In the First Battle of Wissembourg on 13 October 1793, the Coalition army under Dagobert Sigmund von Wurmser assaulted and defeated the French Army of the Rhine led by Jean Pascal Carlenc. The Coalition mustered 33,599 infantry and 9,635 cavalry while the French counted 45,312 foot soldiers and 6,278 horsemen. The mostly Austrian army with allied Hessians, Swabians and French Émigrés suffered 1,800 casualties while inflicting losses of 2,000 killed and wounded on the French. In addition the Coalition captured 1,000 soldiers, 31 guns and 12 colors.[3] Another source gave a total of 43,185 Coalition troops and 34,400 French. A number of French officers behaved poorly. Right Wing commander Paul-Alexis Dubois retreated unnecessarily while Carlenc refused to order a counterattack without authorization from French political officials. The French army fell back south toward Strasbourg.[4]

Black and white print of a man with a prominent widow's peak. He wears a dark military coat with lace on the lapels.
Jean-Charles Pichegru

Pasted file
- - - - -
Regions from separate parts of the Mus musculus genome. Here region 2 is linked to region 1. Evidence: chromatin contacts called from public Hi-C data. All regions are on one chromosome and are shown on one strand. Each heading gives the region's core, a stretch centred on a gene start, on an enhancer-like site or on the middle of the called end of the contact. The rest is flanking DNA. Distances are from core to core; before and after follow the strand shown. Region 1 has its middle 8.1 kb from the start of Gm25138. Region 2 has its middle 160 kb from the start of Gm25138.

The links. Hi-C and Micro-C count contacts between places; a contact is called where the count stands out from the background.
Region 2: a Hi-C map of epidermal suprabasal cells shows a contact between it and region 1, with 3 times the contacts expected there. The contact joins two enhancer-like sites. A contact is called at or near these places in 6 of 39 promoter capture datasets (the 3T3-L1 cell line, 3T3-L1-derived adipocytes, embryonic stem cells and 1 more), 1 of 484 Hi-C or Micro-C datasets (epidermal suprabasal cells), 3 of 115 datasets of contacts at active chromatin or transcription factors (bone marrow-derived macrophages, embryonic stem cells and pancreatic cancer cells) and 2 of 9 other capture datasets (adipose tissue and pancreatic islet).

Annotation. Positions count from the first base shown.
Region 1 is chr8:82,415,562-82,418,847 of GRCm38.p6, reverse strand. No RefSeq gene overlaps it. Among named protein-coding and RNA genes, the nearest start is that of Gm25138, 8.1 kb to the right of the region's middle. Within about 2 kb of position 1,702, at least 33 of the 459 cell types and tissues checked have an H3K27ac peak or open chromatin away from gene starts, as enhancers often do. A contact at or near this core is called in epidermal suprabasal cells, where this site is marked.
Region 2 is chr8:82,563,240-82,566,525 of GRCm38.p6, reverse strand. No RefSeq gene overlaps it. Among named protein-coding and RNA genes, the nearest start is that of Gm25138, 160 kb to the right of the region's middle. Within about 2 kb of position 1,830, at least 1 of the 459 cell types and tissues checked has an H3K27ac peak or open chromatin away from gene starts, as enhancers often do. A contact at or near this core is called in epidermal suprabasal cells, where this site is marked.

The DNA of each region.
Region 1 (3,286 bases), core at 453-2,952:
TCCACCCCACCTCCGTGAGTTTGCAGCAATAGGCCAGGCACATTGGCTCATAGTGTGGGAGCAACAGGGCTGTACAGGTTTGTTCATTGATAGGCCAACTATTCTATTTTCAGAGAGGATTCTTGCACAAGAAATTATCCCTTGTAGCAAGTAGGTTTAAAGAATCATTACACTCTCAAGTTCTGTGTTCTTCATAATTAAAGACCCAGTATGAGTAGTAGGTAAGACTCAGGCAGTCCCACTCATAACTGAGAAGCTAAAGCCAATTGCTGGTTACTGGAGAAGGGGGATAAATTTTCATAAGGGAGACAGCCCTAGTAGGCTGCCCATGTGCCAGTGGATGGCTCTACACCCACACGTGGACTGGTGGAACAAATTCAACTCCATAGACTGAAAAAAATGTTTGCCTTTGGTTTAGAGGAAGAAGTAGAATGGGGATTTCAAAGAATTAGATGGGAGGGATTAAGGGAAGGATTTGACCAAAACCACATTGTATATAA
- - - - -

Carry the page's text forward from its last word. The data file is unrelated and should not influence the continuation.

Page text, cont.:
On 23 October 1793, the chilling Louis Antoine de Saint-Just and his colleague Philippe-François-Joseph Le Bas arrived as representatives on mission with extraordinary powers. They immediately sent for Jean-Charles Pichegru, who commanded troops on the upper Rhine River, to lead the army. They stopped the practice of officers and men visiting Strasbourg and insisted on strict discipline. They also purged the army staff of noblemen and instituted a harsh regime of shooting and sacking officers. Meanwhile, a gang of revolutionaries dragged a guillotine from village to village visiting retribution on supposed enemies. The gang's activities became so extreme that even Saint-Just had to call for a stop.[5] On 29 October 1793, Pichegru arrived at Strasbourg to assume command of the Army of the Rhine.[6] Carlenc was dismissed and arrested, though he avoided the guillotine.[7]